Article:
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Online dating – should you be worried?

 

By Rachel Rosen

 

If you’re anything like me, there was probably a time when you thought that online dating services weren’t likely to be an issue for children and their families. Surely all dating sites and apps, designed to help people find romantic and sexual matches, would have a strict 18+ age limit, right?

Maybe not. For one thing, it’s not hard to lie about your age on most free dating sites. Some allow or encourage users to sign up with Facebook, which would theoretically verify your age, but often this is optional and all you have to do is enter a birthday. Some older online daters have been known to trim a year or two off their ages, so it’s probably safe to assume that determined under-18s could also figure out how to plug in a fake birthdate.

Some dating services also allow younger users. Tinder, for example, is officially 13+ and has made headlines by admitting that around 7% of its users are between 13 and 17.

Under-18s on Tinder are only matched with other users in the 13-17 age bracket. You have to sign up with Facebook to create a Tinder account, so theoretically there’s an age verification system in use. But anyone can lie about their age when creating a Facebook profile, giving them access to Tinder’s 7% underage users. And even if no one’s being dishonest, many parents might not be happy for their 13-year-old to be matched with a 17-year-old – or for their child to be on a dating app at all.

 

Image: Manuel Gonzalez Noriega CCBY 2.0

 

What’s the allure?

Young people have always been curious about sex and relationships, and because so much socialising happens on the internet, online romance might seem like the logical next step. Apparently 1 in 5 relationships now begins online, so if teens are interested, maybe it’s because they’re following our example.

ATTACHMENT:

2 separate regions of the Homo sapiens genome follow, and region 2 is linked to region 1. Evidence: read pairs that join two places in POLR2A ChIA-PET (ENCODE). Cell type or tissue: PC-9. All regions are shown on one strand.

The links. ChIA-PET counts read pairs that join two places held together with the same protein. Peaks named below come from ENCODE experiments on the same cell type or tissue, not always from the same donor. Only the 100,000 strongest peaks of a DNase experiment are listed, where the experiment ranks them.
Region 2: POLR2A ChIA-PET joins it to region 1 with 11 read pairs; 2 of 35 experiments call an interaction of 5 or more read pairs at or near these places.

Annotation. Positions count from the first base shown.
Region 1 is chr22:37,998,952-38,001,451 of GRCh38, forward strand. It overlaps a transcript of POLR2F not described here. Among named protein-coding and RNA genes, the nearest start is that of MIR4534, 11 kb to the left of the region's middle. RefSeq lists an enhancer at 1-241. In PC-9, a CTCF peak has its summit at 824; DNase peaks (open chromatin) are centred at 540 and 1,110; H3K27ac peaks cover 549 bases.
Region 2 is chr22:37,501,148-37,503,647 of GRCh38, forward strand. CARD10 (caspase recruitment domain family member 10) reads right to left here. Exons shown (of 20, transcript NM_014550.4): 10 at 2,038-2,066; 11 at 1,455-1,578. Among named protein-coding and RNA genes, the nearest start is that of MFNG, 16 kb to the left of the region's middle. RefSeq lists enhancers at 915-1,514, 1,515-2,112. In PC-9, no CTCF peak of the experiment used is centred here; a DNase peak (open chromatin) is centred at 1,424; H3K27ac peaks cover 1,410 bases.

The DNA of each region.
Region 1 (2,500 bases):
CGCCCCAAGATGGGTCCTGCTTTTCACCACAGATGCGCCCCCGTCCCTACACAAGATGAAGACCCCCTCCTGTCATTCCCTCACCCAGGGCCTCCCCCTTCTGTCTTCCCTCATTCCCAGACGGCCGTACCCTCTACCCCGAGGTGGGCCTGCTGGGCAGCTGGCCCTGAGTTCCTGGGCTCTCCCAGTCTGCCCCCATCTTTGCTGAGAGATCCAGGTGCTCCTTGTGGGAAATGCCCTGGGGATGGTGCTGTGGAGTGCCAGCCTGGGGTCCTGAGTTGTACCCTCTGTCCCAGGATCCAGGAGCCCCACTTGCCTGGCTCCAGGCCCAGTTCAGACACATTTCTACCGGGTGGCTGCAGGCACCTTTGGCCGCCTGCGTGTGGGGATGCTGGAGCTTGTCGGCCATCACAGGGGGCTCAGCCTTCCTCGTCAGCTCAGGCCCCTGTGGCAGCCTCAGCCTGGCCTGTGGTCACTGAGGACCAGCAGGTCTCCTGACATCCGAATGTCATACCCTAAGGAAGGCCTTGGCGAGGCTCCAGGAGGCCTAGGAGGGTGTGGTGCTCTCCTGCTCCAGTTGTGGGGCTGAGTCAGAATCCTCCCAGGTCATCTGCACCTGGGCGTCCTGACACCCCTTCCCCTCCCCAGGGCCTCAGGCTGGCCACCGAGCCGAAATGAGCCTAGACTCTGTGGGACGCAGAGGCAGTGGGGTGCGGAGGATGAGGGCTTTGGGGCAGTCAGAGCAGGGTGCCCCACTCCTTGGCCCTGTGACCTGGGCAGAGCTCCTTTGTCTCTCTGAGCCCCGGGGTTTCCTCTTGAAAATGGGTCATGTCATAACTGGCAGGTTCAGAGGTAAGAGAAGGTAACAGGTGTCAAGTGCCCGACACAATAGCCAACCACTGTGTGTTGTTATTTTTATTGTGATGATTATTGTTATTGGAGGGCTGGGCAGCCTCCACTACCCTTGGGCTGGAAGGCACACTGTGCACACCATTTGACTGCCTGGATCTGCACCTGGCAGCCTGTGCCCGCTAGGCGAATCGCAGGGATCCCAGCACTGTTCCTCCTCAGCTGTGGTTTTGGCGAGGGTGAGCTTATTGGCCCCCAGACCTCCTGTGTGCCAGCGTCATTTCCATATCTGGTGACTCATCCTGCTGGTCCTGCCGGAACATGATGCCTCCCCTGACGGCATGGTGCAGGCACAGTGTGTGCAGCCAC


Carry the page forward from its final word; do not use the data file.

For all their interest in sex and relationships, teens can be quite shy about actually speaking to the people they fancy. Some young people might feel more comfortable talking to potential partners via an app or website, where at least rejection won’t be delivered face to face (and possibly in the halls at school). 

Meeting someone on the internet can be risky, though, a fact that dating sites like OkCupid admit – and try to guard against – in their safety tips. And that’s assuming everyone involved is an adult. However awkward it may be, it’s much safer for young people to explore relationships with people they know offline.   

Do adults use these apps to target children?

Most adults dating online are looking to meet other adults and won’t be too happy if someone underage turns up in their matches. They’ll probably report or at the very least ignore underage profiles.  

But anything that helps you connect with people can be abused. Some adults may use online dating specifically to target children, and because these services are focused on sex and relationships, young people who use them could be more vulnerable to this kind of exploitation.

Image: Jocelyn Saurini CCBY 2.0

 

What about STIs?

Some medical professionals have linked online dating with increasing rates of sexually transmitted infections like chlamydia. But others think this explanation is misleading.

Obviously, an app won’t give you an STI by itself. Anyone who’s sexually active or considering having sex should know what they need to do to protect their health, like getting tested regularly, knowing their partner’s STI status and using protection. It’s a good idea to talk to your children about sexual health before it becomes an issue, so they’ll be able to stay safe when the time comes.

What should parents do?

It may be worth raising the topic of online dating with your child. If you’re not sure where to begin, you might start by saying you’ve read something about it and asking what they think. Be prepared to listen, but make sure to explain the risks of meeting people you don’t know and to emphasise that these services are meant for adults. Sexual communication with a child is a criminal offence, so let them know that adults who want to talk about sex are breaking the law and shouldn’t be trusted.

You could also remind your child of ways to connect with people their own age offline. Even if it’s scary to reach out in person, the risk of a quick rejection is much less serious than meeting someone malicious or dishonest. There will be plenty of time for wading through possibly embellished online dating profiles when they’re over 18!

 

 

 

 

 

Note: As of June 2016, Tinder has changed its age limit to 18+. Some other dating apps still allow or are aimed at younger teen users.